Normally I love to give you a delightful visual when you arrive on my "Cottage" doorstep. But, today I am going to take a little creative license and talk about one of my favorite subjects, my grandfather. My mother's father was the son of a farmer born into a family of 10 brothers and sisters. It was a loving family and a hard working one. The children were all expected to help with the chores and be productive from an early age. This was something that, as I imagine it, must have come easy for my grandfather. He was a kind and joyful-hearted man, and though I didn't know him as a youngster, I am sure that he was a generous and loving son. He went into the military in his late teens, and later came home from a tour in Europe to fall in love with and marry my grandmother.
As a newlywed, he began working in a small town bank. Starting out as a teller, his determination to be an outstanding employee and his ambition soon pushed him into jobs with greater responsibility. Eventually this led to his becoming president of the bank in the town where I grew up. He held this position until his premature death from lung cancer in 1978. He was loved and respected by many, and at that time was the youngest president of Alabama Bankers Association. But, to me he was simply the most wonderful grandfather I could have ever imagined.
When I was a baby and my father was away at school, my mother and I lived with my grandparents. This was the genesis, I suspect, of some serious early bonding with my grandfather. And I can remember from a very early age how special I felt when in his presence. He adored me, and I adored him. And on Wednesdays (back in those days) bankers had the day off. So, many times he would concoct some scheme for the two of us to spend some of that day together doing something special. He would take me riding in his car or take me to the drugstore for milk shakes or a book of paper dolls. He would drive me to the next town to see the monkeys that the owners of the local hardware store kept in cages outside their store. And one time I remember him taking me for a ride in his golf cart... he drove me from his house, across a four lane highway (we're talking small town, low traffic, here), and on to the golf course for a few "lessons."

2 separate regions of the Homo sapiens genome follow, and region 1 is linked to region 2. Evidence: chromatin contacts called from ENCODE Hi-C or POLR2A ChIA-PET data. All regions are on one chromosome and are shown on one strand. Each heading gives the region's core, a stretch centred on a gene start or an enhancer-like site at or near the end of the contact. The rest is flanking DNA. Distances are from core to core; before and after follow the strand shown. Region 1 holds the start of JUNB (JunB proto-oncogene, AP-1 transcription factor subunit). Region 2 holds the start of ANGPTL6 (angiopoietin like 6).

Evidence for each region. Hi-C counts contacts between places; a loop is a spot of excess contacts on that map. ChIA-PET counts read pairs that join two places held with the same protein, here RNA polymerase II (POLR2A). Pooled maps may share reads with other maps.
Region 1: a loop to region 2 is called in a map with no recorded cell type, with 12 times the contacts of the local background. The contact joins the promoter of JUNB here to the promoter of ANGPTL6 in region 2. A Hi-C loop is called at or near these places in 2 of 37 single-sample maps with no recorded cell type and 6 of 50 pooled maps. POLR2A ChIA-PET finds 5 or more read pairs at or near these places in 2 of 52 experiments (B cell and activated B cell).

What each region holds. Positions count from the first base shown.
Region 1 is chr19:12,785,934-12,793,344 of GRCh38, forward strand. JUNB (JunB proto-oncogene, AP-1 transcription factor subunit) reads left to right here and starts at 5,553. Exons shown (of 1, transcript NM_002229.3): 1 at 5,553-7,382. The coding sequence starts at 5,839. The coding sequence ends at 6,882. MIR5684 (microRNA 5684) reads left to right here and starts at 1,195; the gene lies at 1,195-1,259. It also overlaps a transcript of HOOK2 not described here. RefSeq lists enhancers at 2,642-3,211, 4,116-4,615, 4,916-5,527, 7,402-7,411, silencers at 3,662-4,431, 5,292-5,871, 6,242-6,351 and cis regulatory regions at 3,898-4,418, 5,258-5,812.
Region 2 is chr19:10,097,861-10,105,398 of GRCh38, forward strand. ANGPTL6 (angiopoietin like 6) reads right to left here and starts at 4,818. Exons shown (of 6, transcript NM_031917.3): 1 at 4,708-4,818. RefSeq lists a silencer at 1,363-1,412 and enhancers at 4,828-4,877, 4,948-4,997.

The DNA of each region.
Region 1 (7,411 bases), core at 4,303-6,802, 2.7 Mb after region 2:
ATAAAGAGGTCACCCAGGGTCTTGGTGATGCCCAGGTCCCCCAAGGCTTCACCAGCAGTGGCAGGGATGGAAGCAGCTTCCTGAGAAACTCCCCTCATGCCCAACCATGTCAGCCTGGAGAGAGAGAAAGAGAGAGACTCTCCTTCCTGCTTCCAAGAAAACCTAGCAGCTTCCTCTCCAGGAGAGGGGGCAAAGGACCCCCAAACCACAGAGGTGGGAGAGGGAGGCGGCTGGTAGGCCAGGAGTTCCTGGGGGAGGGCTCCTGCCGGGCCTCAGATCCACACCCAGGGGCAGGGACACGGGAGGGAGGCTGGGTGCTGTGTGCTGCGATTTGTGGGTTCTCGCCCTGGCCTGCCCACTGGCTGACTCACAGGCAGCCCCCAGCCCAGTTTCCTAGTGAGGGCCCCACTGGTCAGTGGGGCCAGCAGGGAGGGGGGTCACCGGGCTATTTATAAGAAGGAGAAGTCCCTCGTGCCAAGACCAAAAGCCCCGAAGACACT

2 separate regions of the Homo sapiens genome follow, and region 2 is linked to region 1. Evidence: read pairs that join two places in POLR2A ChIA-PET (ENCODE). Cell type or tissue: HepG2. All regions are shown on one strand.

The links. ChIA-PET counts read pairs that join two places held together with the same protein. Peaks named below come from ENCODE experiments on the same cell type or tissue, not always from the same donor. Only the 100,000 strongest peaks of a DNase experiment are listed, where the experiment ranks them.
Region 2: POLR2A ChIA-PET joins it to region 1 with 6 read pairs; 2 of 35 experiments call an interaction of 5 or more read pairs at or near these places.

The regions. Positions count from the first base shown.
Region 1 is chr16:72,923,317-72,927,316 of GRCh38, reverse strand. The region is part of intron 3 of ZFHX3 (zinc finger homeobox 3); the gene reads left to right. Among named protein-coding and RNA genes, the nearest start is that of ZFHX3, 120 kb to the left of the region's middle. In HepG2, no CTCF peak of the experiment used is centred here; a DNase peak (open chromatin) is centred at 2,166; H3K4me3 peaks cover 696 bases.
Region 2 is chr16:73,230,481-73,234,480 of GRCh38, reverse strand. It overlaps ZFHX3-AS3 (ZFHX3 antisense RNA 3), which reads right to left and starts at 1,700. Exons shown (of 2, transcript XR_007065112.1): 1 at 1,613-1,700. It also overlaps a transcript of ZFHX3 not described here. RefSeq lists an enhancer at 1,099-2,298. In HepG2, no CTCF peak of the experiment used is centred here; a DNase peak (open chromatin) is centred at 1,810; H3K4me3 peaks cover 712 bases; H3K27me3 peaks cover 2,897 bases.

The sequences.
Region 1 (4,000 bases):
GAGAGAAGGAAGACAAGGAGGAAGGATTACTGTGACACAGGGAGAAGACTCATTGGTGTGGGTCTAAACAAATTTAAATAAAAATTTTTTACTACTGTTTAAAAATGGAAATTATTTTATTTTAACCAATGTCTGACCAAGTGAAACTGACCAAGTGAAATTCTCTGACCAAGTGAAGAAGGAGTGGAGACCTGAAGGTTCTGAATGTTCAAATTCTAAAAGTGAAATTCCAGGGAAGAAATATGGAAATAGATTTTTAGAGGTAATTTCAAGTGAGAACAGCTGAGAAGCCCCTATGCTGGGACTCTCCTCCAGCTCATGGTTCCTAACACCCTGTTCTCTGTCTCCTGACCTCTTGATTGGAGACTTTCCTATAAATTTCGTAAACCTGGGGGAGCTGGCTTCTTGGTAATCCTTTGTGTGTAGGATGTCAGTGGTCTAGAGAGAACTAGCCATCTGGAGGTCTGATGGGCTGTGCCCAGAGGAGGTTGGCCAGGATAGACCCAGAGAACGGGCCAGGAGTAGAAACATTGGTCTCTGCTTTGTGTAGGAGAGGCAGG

He was really my hero in so many ways. He had an incredible sense of humor and loved to make people laugh. He loved helping people, especially those less fortunate than he. He made me feel so special, and he made me feel respected and treasured. And most of all, he loved me unconditionally. I am thankful for Wednesday bankers' hours in those days because they gave me the opportunity to make some awesome memories with one of the finest men I have ever known.
On the day of my graduation from high school, my grandmother handed me an envelope. As I looked at it, I noticed that the envelope had the logo from the bank. I thought this was a little odd because my grandfather had been gone for several years. When I opened the envelope, I saw the familiar letterhead with the bank logo in brown and the unique brown type that my grandfather had used as bank president. The letter was dated just months before his death and began by telling me that though he hoped that he would live much longer than the doctors predicted, he wanted me to have this letter of his memories of me. Then he recounted in detail some of his fond memories of our times together. He told me that he had always wished he had known his grandfather and had something to remember him by, but had not. So, he wanted me to have this to keep, to remember him and to know how special I was to him.
I still have the letter and take it out to read it every now and then. And though by now I have much of it in my memory, I still love to hold it and look at that familiar brown logo, brown type, and his precious signature. What a treasure... it didn't cost him anything to do that, but I can't imagine anything else he could have given me that would have meant more.